You might have heard of Harry Colt. He was a fairly useful architect – Sunningdale’s New, the West and East courses at Wentworth and redesigns of Muirfield and Hoylake among his most famous creations.
So when he tells you, rather self-depreciatively, that Swinley Forest was his ‘least bad course’, you know it’s somewhere pretty special.
And so it is. Perched on the Surrey-Berkshire border, on land around Windsor Great Park, Swinley Forest is simply stunning.
Colt had mapped out the course in his mind before felling a single tree on the property back in the early 20th century. What he created was a glorious heathland that’s defined by some wonderful par 3s and short 4s.
But, gorgeous as it is, Colt’s remarkable design skills in such a tight space – Swinley Forest is only 5,838 yards off the white tees – are not the only reason for which the course is renowned.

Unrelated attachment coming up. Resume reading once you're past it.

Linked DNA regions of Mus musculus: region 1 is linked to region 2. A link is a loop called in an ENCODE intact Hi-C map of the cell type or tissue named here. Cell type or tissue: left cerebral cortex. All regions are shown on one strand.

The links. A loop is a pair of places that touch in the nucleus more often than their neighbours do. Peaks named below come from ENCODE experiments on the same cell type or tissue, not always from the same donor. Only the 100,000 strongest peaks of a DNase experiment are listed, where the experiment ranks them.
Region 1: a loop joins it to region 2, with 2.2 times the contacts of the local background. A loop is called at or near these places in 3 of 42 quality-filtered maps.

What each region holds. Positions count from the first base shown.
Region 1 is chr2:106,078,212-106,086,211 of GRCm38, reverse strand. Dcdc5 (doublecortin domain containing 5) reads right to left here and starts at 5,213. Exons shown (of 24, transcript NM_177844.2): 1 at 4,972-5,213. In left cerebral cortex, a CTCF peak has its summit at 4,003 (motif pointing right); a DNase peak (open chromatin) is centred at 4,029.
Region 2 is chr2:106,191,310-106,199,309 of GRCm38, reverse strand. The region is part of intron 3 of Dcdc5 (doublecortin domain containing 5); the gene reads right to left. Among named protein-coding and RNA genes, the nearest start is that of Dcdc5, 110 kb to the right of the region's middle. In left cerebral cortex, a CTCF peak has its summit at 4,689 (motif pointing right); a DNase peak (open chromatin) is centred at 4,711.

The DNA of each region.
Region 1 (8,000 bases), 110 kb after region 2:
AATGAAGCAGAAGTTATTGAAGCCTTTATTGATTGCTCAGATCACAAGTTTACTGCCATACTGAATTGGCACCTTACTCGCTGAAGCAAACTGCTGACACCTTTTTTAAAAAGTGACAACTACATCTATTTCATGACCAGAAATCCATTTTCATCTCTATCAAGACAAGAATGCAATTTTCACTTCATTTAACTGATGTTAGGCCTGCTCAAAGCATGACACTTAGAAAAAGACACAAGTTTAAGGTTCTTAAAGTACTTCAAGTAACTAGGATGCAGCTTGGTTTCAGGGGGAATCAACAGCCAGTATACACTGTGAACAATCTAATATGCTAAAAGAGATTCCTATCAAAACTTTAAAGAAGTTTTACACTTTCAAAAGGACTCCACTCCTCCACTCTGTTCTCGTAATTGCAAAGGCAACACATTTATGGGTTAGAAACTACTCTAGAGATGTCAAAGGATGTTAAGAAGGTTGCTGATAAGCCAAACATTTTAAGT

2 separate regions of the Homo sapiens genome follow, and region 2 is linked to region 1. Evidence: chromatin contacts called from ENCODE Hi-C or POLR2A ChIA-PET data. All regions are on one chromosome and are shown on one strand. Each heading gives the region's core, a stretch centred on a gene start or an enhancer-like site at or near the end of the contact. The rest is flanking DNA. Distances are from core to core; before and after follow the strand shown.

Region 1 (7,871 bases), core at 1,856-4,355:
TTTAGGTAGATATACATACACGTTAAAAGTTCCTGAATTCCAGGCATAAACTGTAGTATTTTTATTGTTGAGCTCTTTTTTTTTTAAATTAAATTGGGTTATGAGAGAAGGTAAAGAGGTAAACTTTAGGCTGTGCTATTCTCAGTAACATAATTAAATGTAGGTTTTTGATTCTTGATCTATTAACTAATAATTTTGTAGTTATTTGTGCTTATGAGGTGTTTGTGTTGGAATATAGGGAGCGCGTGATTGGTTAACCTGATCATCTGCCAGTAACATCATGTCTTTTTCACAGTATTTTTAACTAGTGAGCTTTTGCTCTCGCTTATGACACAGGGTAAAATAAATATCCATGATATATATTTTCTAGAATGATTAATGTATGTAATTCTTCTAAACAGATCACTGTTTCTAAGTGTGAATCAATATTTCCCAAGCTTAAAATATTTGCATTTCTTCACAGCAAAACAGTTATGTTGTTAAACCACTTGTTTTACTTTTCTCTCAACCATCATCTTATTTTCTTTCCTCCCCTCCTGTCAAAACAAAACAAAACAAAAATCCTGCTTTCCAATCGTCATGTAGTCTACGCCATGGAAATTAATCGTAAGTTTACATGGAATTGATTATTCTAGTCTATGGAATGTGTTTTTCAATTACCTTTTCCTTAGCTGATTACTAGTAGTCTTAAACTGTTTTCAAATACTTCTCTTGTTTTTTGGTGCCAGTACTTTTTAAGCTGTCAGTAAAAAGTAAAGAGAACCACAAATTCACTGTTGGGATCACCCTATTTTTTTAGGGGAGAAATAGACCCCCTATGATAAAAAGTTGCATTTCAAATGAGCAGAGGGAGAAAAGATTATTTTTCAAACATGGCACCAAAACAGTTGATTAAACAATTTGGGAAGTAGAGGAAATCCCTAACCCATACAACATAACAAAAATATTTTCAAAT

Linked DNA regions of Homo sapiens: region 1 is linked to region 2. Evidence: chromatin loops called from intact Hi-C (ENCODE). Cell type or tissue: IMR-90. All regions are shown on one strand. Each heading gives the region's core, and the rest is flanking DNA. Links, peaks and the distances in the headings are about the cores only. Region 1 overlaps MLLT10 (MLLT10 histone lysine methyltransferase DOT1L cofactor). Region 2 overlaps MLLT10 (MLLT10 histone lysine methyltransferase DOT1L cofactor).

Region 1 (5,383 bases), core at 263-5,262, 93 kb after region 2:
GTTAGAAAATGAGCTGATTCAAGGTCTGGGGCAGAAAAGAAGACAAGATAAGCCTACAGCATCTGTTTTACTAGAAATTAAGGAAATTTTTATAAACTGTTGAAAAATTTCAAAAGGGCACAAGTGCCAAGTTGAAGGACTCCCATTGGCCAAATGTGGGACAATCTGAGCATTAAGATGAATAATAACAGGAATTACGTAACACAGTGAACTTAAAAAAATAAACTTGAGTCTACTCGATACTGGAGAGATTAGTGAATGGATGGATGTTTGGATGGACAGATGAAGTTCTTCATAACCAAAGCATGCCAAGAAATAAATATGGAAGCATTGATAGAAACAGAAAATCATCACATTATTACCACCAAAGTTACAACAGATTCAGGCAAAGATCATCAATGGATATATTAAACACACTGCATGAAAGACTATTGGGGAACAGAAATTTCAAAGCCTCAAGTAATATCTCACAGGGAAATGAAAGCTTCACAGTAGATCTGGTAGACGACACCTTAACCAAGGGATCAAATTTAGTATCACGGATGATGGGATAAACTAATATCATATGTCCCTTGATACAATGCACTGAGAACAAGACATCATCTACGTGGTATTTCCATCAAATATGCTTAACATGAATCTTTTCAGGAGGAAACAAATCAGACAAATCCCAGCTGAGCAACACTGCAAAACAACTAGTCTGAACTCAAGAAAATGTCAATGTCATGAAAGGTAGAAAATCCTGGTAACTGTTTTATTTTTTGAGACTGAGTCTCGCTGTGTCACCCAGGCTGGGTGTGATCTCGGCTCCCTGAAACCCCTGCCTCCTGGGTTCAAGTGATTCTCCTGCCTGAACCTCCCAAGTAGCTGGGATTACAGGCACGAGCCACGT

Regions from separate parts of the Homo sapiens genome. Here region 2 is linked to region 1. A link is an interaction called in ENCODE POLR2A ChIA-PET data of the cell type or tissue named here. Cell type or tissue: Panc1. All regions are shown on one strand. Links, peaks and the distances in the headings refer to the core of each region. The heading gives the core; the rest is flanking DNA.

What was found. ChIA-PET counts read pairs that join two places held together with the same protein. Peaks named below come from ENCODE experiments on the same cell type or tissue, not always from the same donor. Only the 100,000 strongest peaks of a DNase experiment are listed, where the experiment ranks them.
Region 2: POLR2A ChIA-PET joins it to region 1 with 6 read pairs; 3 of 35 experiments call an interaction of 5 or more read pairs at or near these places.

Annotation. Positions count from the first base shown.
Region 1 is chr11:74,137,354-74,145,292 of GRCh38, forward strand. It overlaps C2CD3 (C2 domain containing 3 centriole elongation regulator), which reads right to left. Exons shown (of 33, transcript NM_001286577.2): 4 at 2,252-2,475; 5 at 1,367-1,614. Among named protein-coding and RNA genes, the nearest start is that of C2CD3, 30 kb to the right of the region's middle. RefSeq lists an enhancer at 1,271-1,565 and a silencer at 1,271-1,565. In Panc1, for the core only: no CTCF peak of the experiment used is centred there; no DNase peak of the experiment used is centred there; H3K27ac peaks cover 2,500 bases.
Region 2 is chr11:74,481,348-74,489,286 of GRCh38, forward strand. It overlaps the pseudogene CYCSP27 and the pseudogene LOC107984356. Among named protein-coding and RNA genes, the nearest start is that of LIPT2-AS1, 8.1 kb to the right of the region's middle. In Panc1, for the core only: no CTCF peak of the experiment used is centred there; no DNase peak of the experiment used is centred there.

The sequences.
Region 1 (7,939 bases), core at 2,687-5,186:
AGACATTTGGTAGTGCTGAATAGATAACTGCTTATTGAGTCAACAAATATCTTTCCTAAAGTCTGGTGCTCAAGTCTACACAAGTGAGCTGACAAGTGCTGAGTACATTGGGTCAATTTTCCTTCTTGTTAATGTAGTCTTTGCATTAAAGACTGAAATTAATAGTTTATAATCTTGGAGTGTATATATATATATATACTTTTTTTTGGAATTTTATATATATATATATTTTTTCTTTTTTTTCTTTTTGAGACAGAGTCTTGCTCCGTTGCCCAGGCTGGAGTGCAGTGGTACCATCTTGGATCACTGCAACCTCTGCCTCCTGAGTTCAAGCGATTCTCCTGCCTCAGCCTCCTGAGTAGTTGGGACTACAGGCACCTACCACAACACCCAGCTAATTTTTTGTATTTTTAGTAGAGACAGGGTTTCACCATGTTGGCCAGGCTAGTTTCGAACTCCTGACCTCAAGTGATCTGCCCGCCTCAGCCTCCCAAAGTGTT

It’s because playing a round here is like taking a step back in time. Scorecards are a relatively recent innovation at Swinley Forest.
Winter rules are in effect all year round. There are no handicaps, and no medal competitions.
This is not golf played for competition, it’s the sport played for pure enjoyment alone.
“A law unto itself”, as the club’s own course guide puts it, “Swinley is an anachronism living in its Edwardian past”.
Despite its exclusivity – you have to look pretty hard to find the sign pointing the way towards the entrance – the club is unpretentious and the staff very warm and welcoming.
And if you ever get the chance to drive through the gates and marvel at Colt’s marvellous opening hole to your left, make sure to don a jacket and tie afterwards and sample the quite amazing lunch in the clubhouse.
“Pure nursery fare” is how Swinley put it.
We’re told the world is about making progress. But some things should never change and Swinley Forest is one of those.